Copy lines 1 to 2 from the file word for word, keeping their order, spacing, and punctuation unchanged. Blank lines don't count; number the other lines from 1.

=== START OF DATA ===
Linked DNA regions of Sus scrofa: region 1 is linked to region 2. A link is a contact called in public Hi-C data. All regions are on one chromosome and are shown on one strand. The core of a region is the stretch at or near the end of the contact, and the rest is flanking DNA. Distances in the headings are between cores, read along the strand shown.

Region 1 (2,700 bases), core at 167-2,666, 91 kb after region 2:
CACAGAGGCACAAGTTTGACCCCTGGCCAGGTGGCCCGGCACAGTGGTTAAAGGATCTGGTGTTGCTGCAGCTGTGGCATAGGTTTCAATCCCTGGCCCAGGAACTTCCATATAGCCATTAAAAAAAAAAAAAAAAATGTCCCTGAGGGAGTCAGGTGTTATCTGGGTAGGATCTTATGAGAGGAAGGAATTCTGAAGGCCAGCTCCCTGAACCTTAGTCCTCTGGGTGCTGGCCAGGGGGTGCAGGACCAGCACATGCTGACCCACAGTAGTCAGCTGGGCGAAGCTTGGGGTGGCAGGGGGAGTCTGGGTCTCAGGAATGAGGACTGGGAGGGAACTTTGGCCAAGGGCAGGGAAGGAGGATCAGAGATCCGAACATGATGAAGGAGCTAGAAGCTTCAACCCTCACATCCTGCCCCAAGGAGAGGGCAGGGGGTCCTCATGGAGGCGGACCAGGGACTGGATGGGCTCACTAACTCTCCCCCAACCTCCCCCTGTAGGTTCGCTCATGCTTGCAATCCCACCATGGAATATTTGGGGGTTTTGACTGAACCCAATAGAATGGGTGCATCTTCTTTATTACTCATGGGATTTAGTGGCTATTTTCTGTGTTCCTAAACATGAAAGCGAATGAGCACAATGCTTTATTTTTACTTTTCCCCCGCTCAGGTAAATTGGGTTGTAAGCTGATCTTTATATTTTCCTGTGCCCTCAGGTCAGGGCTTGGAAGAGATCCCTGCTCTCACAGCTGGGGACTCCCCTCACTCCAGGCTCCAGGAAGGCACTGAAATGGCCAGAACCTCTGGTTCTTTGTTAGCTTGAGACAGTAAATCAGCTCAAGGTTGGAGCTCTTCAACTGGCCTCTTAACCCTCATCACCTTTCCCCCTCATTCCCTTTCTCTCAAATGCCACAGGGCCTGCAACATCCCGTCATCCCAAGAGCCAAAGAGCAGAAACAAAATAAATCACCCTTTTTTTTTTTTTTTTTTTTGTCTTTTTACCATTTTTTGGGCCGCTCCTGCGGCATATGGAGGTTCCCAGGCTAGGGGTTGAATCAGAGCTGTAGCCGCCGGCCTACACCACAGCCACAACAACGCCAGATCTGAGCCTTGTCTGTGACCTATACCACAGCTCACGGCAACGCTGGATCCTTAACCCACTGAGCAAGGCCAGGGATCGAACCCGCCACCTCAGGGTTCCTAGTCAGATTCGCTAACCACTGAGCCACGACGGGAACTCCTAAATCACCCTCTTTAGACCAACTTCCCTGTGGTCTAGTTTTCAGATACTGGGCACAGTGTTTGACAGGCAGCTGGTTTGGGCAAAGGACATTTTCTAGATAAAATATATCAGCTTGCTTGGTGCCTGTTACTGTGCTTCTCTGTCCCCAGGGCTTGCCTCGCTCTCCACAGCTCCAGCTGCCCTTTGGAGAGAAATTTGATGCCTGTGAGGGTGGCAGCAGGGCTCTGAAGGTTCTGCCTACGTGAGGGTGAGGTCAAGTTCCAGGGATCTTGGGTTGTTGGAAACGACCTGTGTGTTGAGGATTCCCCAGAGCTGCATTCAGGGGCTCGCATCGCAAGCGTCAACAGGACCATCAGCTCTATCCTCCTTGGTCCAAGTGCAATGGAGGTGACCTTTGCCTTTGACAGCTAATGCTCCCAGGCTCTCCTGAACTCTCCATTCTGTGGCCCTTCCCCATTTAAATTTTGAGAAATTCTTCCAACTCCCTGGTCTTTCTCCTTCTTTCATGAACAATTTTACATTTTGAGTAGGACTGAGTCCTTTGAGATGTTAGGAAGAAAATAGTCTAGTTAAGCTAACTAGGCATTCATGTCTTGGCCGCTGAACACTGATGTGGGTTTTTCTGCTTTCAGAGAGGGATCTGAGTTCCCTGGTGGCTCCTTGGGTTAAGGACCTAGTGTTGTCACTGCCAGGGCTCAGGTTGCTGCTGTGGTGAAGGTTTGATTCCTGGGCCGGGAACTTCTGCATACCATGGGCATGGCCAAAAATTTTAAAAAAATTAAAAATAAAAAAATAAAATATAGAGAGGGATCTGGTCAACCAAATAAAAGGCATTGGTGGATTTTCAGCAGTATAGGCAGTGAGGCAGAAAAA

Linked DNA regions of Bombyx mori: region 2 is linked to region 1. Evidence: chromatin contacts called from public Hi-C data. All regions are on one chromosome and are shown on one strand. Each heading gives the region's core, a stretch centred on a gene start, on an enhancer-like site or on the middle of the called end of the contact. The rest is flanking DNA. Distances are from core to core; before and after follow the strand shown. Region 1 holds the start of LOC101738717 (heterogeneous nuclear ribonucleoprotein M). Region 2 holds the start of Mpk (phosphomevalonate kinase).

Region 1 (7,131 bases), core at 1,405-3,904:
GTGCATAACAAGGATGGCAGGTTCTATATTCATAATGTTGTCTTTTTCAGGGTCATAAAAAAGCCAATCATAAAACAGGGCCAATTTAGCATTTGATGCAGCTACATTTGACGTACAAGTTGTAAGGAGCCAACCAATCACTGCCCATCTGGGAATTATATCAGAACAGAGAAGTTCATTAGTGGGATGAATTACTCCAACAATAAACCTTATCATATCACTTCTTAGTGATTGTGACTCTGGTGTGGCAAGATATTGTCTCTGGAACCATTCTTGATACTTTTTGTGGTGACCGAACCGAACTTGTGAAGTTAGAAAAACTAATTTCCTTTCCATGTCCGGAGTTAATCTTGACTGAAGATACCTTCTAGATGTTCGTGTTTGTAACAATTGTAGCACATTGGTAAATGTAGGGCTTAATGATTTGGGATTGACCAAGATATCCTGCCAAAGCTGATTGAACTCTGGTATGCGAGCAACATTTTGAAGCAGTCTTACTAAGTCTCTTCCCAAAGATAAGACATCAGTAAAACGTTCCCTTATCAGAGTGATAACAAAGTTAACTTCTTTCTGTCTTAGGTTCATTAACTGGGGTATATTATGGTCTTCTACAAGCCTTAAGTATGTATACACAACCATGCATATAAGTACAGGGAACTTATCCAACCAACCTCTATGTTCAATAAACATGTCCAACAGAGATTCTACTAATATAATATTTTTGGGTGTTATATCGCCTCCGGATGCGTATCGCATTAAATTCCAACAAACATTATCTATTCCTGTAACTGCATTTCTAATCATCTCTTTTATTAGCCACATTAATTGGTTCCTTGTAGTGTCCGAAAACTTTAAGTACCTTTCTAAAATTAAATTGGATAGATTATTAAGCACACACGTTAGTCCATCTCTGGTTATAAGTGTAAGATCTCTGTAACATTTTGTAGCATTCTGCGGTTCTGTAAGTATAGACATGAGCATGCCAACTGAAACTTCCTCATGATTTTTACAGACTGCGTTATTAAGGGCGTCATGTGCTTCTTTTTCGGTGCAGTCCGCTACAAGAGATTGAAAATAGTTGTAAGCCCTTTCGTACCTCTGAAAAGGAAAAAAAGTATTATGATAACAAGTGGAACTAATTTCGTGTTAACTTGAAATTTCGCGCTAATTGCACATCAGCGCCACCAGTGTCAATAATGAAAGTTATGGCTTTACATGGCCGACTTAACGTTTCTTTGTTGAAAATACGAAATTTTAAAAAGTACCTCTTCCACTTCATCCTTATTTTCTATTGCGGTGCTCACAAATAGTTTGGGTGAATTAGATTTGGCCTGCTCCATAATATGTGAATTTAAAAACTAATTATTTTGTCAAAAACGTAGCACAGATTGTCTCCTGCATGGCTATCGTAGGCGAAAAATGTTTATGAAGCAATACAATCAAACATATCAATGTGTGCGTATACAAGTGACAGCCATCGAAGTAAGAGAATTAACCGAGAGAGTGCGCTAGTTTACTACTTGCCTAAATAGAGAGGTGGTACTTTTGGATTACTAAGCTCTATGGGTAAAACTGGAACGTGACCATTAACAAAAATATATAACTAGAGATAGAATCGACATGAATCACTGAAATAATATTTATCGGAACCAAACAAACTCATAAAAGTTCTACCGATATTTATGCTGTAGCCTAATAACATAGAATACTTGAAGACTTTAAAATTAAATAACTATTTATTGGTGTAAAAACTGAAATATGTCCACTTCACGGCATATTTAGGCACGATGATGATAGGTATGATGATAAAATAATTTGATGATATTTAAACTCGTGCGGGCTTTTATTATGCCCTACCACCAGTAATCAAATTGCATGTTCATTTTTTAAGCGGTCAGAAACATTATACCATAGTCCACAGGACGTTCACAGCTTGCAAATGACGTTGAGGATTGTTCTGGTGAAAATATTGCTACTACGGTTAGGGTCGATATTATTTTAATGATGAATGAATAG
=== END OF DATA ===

Linked DNA regions of Sus scrofa: region 1 is linked to region 2. A link is a contact called in public Hi-C data. All regions are on one chromosome and are shown on one strand. The core of a region is the stretch at or near the end of the contact, and the rest is flanking DNA. Distances in the headings are between cores, read along the strand shown.

Region 1 (2,700 bases), core at 167-2,666, 91 kb after region 2: